The forward hatch is quite simply huge and should prove invaluable when carrying gear for overnight trips. It’s trimmed with a substantial seal and secured in place with two bungee cords. It’s seems a very solid affair.


That pretty much leaves the sail (65 Square feet) and the mast which measure in a 16’6”. Ah, nearly forgot, the amas!, and the akas, the latter being the tubular arms that attach the amas to the crossbars of the kayak. The amas are around 12’ long and they attach to the akas by pushing the aka into the amas and securing it into place with two bungee cords. The akas then push into the crossbars, locking into place with a positive click. Removal is achieved by pushing the release buttons on the crossbars.


In the above photos you can see the optional trampolines fitted (rolled up). These can be unrolled and secured to the rear aka to permit the carriage of articles or lighter people/pets. They should also reduce potential water splash into the cockpit area. The also look cool!

That pretty much wraps up the initial overview and I’ve since written up a couple of pages covering the maiden voyage. It’s certainly a very imposing kayak and I’m really looking forward to completing the rigging and clocking up some serious hours afloat!.


2015 Hobie Adventure Island (AI) – Maiden voyage

I recently took delivery of a new 2015 model Hobie Adventure Island. I’d never really been attracted to the earlier version of the AI, the ride looked too wet, the seating too low and it lacked a little buoyancy if I wanted to take a passenger with ease. I’m sure some people will disagree with this, just my personal opinion.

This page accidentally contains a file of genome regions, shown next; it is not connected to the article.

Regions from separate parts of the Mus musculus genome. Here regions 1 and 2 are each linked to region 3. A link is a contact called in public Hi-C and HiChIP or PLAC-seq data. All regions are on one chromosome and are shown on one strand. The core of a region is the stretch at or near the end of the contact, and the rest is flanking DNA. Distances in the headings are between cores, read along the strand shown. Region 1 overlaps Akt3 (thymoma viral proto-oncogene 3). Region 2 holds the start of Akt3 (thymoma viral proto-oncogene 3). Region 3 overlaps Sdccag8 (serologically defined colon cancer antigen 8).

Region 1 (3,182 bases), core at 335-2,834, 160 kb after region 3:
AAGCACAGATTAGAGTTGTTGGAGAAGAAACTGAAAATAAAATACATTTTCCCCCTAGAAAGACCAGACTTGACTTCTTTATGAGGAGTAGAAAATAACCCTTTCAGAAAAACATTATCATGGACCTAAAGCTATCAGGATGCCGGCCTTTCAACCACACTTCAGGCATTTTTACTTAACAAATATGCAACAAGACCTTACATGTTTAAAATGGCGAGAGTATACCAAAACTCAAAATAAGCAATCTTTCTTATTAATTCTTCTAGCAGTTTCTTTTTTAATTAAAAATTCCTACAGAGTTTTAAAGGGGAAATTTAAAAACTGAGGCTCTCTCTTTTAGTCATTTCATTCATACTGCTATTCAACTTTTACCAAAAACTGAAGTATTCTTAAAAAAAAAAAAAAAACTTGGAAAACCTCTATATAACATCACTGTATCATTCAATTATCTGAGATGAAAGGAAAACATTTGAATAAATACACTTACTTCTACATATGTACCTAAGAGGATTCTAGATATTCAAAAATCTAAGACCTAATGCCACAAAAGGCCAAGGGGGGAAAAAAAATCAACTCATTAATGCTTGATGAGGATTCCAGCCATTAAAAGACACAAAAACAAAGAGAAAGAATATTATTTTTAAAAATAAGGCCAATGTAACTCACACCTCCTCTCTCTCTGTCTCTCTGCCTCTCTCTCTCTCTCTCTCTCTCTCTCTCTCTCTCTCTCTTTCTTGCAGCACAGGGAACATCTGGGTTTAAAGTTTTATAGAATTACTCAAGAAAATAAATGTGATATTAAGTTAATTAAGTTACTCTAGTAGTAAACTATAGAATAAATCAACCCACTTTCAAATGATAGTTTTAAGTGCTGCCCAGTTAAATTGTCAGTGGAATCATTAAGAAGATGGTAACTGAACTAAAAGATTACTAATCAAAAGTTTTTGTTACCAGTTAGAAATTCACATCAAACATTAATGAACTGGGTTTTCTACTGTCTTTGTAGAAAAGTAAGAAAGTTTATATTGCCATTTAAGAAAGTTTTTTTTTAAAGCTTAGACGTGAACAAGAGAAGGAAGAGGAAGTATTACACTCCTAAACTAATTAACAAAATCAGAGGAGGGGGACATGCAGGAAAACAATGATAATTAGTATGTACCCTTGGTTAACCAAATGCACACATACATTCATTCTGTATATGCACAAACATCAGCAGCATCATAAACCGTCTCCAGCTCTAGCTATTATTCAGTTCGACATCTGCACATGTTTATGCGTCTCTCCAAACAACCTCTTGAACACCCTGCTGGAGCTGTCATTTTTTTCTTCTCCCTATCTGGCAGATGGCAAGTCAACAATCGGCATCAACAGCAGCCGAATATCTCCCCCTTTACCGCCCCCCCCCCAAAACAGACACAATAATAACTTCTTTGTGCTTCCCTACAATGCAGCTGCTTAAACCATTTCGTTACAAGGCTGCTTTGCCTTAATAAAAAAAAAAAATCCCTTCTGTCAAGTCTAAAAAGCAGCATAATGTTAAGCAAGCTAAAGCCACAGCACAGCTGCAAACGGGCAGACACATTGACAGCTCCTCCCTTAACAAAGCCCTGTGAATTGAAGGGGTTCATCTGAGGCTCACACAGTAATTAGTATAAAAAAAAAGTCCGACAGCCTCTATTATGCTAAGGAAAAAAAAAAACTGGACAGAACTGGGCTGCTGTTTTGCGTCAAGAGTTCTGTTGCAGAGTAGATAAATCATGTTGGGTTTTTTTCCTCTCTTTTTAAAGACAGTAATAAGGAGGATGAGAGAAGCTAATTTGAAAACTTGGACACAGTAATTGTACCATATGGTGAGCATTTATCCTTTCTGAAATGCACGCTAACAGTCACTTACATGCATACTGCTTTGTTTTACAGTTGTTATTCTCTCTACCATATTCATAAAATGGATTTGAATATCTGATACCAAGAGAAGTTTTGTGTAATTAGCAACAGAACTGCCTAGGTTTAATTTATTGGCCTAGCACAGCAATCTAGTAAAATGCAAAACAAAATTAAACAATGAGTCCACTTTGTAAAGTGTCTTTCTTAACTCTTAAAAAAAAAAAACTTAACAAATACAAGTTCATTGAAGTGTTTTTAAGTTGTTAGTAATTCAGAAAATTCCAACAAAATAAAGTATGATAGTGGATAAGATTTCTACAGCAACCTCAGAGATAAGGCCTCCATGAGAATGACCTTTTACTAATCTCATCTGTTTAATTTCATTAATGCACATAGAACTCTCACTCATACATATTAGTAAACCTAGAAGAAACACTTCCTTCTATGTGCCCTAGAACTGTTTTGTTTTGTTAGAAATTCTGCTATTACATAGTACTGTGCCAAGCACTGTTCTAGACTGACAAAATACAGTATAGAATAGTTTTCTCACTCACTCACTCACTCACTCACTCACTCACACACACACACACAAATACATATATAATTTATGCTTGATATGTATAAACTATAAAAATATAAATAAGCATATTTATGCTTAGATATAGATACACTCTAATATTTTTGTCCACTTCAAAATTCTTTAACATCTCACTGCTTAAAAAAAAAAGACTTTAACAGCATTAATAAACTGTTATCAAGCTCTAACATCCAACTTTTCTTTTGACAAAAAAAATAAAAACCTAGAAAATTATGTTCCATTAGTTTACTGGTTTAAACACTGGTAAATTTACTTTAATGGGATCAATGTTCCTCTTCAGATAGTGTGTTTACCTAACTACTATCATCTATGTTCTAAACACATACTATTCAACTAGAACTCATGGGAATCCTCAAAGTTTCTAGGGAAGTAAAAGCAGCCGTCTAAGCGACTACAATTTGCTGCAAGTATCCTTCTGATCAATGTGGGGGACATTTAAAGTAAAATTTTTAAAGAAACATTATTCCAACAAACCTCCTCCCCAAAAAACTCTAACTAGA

However, the latest model from Hobie seemed to address all of my misgivings and it became a highly attractive proposition overnight!. I decided to treat myself and placed an order last August, though problems with supply and shipping delayed its arrival considerably. That said, it arrived a couple of weeks ago and quite simply, it looked the dogs danglies!..

It’s been sat gathering dust since it arrived due to work and family commitments, though after a little frantic preparation I managed to get it afloat. I’d been busy the night before fitting my Lowrance HDS7 GPS/FF combo to the AI. I really wanted to be able to know what depth I was operating in as well as the speed of the kayak. Depth probably more than anything else as I really didn’t want to inadvertently remove the centre board, etc!

The first trip was all about finding out how well my new trailer system was going to work as well as getting comfortable with rigging the kayak and operating it whilst afloat. I decided to launch at Daedalus slipway in Lee-on-Solent, it’s local to work and is a relatively clean launch area (though busy at weekends!).

I was a little concerned about parking due to the trailer, though I was fortunate as there were two spots back to back, so I drove straight in and parked without fuss. I don’t have the new trailer cradles yet so the main hull is sitting on two 110mm waste pipes with the amas supported on foam pieces. The hull is fully rigged on the trailer to minimise rigging time as well as making loading/unloading as simple as possible. The latter is aided by having the trailer bed low, to the point that I can pull the AI back a metre, slip the cart into the scupper holes and roll it straight onto the road. That was the theory and the reality was pretty good!. All that was left to do was to fit the seat, sail, battery and electronics unit and I was good to go. It probably took longer to get dressed!.